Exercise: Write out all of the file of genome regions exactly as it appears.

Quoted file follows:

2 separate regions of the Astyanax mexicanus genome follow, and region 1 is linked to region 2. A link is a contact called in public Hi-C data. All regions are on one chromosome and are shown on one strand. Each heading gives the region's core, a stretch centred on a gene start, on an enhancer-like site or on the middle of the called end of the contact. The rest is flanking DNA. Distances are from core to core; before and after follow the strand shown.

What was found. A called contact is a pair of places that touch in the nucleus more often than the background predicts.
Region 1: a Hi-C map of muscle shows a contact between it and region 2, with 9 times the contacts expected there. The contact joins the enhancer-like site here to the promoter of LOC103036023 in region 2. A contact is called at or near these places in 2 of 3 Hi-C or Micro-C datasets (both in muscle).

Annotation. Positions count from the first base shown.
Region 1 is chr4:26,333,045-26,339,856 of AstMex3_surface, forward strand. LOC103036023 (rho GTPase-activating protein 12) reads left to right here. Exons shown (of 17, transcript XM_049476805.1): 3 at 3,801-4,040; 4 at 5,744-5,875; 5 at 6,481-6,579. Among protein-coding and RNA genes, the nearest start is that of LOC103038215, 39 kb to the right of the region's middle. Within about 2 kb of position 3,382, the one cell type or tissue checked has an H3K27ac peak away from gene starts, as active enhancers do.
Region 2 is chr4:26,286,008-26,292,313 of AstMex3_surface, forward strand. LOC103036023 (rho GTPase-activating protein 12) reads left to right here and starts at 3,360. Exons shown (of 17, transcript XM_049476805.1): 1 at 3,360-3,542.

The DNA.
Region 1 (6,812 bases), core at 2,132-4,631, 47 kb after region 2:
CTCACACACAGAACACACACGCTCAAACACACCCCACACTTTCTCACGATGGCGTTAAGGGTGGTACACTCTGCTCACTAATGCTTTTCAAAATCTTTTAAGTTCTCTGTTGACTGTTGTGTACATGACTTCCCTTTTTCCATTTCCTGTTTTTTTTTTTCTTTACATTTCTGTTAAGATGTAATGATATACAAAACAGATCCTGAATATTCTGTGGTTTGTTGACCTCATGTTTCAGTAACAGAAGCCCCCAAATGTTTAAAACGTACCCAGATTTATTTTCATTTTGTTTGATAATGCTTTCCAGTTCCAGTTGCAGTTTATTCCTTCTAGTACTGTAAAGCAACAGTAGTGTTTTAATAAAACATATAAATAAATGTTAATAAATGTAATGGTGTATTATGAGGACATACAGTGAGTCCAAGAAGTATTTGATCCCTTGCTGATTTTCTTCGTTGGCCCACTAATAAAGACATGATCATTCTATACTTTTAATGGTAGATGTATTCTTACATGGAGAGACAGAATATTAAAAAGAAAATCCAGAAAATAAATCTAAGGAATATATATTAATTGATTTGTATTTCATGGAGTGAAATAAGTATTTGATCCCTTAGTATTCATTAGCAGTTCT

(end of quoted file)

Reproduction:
2 separate regions of the Astyanax mexicanus genome follow, and region 1 is linked to region 2. A link is a contact called in public Hi-C data. All regions are on one chromosome and are shown on one strand. Each heading gives the region's core, a stretch centred on a gene start, on an enhancer-like site or on the middle of the called end of the contact. The rest is flanking DNA. Distances are from core to core; before and after follow the strand shown.

What was found. A called contact is a pair of places that touch in the nucleus more often than the background predicts.
Region 1: a Hi-C map of muscle shows a contact between it and region 2, with 9 times the contacts expected there. The contact joins the enhancer-like site here to the promoter of LOC103036023 in region 2. A contact is called at or near these places in 2 of 3 Hi-C or Micro-C datasets (both in muscle).

Annotation. Positions count from the first base shown.
Region 1 is chr4:26,333,045-26,339,856 of AstMex3_surface, forward strand. LOC103036023 (rho GTPase-activating protein 12) reads left to right here. Exons shown (of 17, transcript XM_049476805.1): 3 at 3,801-4,040; 4 at 5,744-5,875; 5 at 6,481-6,579. Among protein-coding and RNA genes, the nearest start is that of LOC103038215, 39 kb to the right of the region's middle. Within about 2 kb of position 3,382, the one cell type or tissue checked has an H3K27ac peak away from gene starts, as active enhancers do.
Region 2 is chr4:26,286,008-26,292,313 of AstMex3_surface, forward strand. LOC103036023 (rho GTPase-activating protein 12) reads left to right here and starts at 3,360. Exons shown (of 17, transcript XM_049476805.1): 1 at 3,360-3,542.

The DNA.
Region 1 (6,812 bases), core at 2,132-4,631, 47 kb after region 2:
CTCACACACAGAACACACACGCTCAAACACACCCCACACTTTCTCACGATGGCGTTAAGGGTGGTACACTCTGCTCACTAATGCTTTTCAAAATCTTTTAAGTTCTCTGTTGACTGTTGTGTACATGACTTCCCTTTTTCCATTTCCTGTTTTTTTTTTTCTTTACATTTCTGTTAAGATGTAATGATATACAAAACAGATCCTGAATATTCTGTGGTTTGTTGACCTCATGTTTCAGTAACAGAAGCCCCCAAATGTTTAAAACGTACCCAGATTTATTTTCATTTTGTTTGATAATGCTTTCCAGTTCCAGTTGCAGTTTATTCCTTCTAGTACTGTAAAGCAACAGTAGTGTTTTAATAAAACATATAAATAAATGTTAATAAATGTAATGGTGTATTATGAGGACATACAGTGAGTCCAAGAAGTATTTGATCCCTTGCTGATTTTCTTCGTTGGCCCACTAATAAAGACATGATCATTCTATACTTTTAATGGTAGATGTATTCTTACATGGAGAGACAGAATATTAAAAAGAAAATCCAGAAAATAAATCTAAGGAATATATATTAATTGATTTGTATTTCATGGAGTGAAATAAGTATTTGATCCCTTAGTATTCATTAGCAGTTCT